Welcome to Dallas!

    Where hospitality was high…

     A warm welcome

    And everyone was wearing cowboy hats.

     GiftShow6 HeidiHat

    Including the dinosaurs!

     GiftShow7 Dinosaur

    I spent two days with our reps, daniel*richards.

     GiftShow8 danielr

    I was able to work with new customers and get everyone excited about all of our new titles, include our new series, Love Is All Around, and our Keep Calm and Color On coloring books.

     The Show Floor

    But Dallas was left in the dust as I slid into Las Vegas…

     Welcome to Las Vegas!

    …and touched base at the Sports Licensing and Tailgate Show

     GiftShow11 Sports

    This was a new show for my coworker, Peter Vanaria, and me, where we launched our new line of MLB activity books to a new type of customer—sporting goods stores!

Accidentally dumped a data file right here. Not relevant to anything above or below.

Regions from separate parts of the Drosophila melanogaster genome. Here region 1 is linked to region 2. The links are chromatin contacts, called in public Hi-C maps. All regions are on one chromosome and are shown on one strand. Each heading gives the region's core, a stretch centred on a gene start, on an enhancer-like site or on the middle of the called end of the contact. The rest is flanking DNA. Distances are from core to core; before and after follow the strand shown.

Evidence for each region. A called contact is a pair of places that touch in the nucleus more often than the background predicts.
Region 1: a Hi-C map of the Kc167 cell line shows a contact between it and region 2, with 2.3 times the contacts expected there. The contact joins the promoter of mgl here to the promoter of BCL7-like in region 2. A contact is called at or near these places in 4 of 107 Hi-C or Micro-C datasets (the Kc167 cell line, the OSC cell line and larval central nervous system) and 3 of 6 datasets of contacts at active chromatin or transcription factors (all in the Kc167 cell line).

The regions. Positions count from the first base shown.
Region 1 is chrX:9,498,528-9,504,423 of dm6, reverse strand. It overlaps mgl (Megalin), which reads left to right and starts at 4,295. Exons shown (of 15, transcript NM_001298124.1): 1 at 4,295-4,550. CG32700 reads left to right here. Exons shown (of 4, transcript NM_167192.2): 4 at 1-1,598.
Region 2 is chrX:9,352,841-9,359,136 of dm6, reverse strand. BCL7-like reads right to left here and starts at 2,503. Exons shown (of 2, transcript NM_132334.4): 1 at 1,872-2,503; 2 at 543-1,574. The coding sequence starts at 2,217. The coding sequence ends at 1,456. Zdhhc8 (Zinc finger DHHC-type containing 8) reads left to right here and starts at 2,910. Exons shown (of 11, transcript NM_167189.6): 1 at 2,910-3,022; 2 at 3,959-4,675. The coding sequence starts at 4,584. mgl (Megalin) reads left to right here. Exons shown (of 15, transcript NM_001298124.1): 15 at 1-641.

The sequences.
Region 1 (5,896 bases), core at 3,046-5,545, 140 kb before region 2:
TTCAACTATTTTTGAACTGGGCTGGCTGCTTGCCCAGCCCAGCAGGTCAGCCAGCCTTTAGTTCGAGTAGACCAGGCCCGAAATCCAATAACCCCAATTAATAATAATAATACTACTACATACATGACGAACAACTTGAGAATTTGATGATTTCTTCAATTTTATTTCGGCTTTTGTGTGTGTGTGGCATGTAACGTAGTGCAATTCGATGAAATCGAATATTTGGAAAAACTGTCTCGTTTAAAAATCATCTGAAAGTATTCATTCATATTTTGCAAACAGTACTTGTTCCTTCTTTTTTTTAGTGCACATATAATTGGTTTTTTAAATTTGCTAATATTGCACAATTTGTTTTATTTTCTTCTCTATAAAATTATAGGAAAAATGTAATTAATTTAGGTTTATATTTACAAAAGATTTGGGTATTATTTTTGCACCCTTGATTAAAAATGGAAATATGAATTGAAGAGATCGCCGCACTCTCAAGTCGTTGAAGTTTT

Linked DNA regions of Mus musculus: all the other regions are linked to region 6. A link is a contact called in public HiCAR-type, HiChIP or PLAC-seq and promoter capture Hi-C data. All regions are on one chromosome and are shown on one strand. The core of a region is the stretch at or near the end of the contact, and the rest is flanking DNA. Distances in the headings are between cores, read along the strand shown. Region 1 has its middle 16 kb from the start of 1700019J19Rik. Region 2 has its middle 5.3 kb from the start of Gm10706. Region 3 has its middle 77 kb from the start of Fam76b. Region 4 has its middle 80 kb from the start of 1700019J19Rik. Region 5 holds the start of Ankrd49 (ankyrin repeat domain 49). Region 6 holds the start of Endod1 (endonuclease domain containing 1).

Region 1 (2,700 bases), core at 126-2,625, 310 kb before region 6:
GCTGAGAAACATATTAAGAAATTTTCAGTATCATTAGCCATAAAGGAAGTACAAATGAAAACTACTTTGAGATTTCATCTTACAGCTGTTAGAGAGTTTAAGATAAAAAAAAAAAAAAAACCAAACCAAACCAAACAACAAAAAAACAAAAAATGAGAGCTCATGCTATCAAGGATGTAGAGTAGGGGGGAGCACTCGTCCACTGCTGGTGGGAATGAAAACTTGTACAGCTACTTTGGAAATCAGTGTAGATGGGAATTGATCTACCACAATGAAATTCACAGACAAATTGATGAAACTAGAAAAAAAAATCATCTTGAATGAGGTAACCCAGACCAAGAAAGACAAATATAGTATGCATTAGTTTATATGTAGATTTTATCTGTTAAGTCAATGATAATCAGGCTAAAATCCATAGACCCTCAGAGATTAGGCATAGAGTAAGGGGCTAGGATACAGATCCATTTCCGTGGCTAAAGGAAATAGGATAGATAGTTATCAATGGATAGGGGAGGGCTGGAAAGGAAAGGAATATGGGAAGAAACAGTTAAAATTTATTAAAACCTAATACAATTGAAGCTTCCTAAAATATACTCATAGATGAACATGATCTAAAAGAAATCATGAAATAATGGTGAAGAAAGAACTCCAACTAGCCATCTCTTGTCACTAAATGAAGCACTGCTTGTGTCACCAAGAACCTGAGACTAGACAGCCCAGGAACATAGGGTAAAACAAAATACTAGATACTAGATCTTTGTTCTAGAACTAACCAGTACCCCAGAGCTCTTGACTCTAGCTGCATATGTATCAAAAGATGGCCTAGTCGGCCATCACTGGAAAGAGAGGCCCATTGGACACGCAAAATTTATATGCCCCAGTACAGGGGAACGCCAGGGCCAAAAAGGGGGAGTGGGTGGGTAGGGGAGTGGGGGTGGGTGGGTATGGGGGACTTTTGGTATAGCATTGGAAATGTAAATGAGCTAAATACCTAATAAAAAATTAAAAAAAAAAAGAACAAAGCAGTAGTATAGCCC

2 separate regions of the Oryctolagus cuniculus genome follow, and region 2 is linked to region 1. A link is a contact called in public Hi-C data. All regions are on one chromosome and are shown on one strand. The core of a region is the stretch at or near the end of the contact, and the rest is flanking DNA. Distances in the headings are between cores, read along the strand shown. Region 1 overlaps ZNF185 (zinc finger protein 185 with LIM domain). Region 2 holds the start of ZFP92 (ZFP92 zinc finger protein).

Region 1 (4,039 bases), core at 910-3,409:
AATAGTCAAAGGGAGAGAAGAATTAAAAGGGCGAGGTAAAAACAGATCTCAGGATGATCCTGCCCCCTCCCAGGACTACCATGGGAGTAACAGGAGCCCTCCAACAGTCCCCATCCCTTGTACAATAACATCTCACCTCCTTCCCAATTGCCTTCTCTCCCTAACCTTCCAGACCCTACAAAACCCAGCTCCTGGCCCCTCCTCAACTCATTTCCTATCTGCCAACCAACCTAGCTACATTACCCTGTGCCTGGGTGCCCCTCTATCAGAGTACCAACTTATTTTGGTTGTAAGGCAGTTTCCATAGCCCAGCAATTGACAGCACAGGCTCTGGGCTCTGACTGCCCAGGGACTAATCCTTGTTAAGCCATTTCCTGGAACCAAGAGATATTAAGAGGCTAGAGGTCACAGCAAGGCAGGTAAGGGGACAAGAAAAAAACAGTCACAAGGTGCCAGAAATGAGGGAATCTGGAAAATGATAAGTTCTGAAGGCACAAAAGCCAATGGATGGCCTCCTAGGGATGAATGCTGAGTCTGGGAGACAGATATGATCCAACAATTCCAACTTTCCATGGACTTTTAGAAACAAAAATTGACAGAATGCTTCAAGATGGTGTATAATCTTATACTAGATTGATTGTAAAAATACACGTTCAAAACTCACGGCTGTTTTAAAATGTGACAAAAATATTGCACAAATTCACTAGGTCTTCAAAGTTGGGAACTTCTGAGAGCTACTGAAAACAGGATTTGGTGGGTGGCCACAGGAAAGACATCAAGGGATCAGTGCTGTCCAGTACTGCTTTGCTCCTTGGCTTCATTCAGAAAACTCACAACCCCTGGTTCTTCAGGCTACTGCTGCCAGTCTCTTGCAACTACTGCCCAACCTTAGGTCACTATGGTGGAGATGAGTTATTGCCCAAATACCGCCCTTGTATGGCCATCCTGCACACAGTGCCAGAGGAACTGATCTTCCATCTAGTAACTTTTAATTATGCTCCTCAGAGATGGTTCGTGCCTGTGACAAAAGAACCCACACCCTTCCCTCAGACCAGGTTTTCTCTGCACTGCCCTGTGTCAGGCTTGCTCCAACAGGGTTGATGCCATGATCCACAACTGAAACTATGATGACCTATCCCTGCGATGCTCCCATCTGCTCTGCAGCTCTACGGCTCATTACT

But while in Vegas, I made sure to visit our rep group California Marketing Association at one of the fast-growing gift marts, the Las Vegas Market.

     Las Vegas Market

    There, the customers streamed through all the way until the end of the show. (The East Coast blizzard caused many customers to arrive later than expected, but they made the most of it.) Everyone excitedly perused our latest line of calendars (I am a cat lady; of course I’m going to show everyone our Call Me Cat Lady wall calendar) and our wide variety of gift and children’s titles.

     Lovely in Las Vegas

    Overall, these three weeks have been fantastic. All the customers, new contacts, new trends, ideas, and places have really geared me up for a fantastic 2016…though, I think first…a nap...

     A little catnap...

    Liz Otte

    National Accounts Manager—Gift and Regional